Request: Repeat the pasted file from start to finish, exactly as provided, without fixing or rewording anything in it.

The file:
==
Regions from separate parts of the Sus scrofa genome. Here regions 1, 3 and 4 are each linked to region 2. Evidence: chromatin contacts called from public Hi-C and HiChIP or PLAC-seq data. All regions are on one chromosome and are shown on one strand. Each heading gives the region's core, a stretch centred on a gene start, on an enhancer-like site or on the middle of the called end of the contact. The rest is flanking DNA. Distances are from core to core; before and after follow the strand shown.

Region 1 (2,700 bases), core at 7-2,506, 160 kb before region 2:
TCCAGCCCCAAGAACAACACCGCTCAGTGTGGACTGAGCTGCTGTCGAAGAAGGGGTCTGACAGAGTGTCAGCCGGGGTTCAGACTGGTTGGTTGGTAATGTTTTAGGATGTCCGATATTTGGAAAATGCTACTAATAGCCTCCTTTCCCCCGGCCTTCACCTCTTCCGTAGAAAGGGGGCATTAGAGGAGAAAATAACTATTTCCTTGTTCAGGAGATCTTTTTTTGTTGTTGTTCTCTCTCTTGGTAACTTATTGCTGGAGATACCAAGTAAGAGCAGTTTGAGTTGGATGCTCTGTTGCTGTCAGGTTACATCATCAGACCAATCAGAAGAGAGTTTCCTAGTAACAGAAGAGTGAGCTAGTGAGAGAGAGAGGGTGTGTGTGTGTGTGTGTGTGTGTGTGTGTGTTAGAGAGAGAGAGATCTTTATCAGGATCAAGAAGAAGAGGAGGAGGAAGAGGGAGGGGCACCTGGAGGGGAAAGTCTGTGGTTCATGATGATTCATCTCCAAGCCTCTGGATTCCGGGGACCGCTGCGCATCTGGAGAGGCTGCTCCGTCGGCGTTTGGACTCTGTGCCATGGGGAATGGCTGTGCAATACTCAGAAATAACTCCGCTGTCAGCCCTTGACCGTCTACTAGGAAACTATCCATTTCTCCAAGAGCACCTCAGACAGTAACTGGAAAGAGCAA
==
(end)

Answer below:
Regions from separate parts of the Sus scrofa genome. Here regions 1, 3 and 4 are each linked to region 2. Evidence: chromatin contacts called from public Hi-C and HiChIP or PLAC-seq data. All regions are on one chromosome and are shown on one strand. Each heading gives the region's core, a stretch centred on a gene start, on an enhancer-like site or on the middle of the called end of the contact. The rest is flanking DNA. Distances are from core to core; before and after follow the strand shown.

Region 1 (2,700 bases), core at 7-2,506, 160 kb before region 2:
TCCAGCCCCAAGAACAACACCGCTCAGTGTGGACTGAGCTGCTGTCGAAGAAGGGGTCTGACAGAGTGTCAGCCGGGGTTCAGACTGGTTGGTTGGTAATGTTTTAGGATGTCCGATATTTGGAAAATGCTACTAATAGCCTCCTTTCCCCCGGCCTTCACCTCTTCCGTAGAAAGGGGGCATTAGAGGAGAAAATAACTATTTCCTTGTTCAGGAGATCTTTTTTTGTTGTTGTTCTCTCTCTTGGTAACTTATTGCTGGAGATACCAAGTAAGAGCAGTTTGAGTTGGATGCTCTGTTGCTGTCAGGTTACATCATCAGACCAATCAGAAGAGAGTTTCCTAGTAACAGAAGAGTGAGCTAGTGAGAGAGAGAGGGTGTGTGTGTGTGTGTGTGTGTGTGTGTGTGTTAGAGAGAGAGAGATCTTTATCAGGATCAAGAAGAAGAGGAGGAGGAAGAGGGAGGGGCACCTGGAGGGGAAAGTCTGTGGTTCATGATGATTCATCTCCAAGCCTCTGGATTCCGGGGACCGCTGCGCATCTGGAGAGGCTGCTCCGTCGGCGTTTGGACTCTGTGCCATGGGGAATGGCTGTGCAATACTCAGAAATAACTCCGCTGTCAGCCCTTGACCGTCTACTAGGAAACTATCCATTTCTCCAAGAGCACCTCAGACAGTAACTGGAAAGAGCAA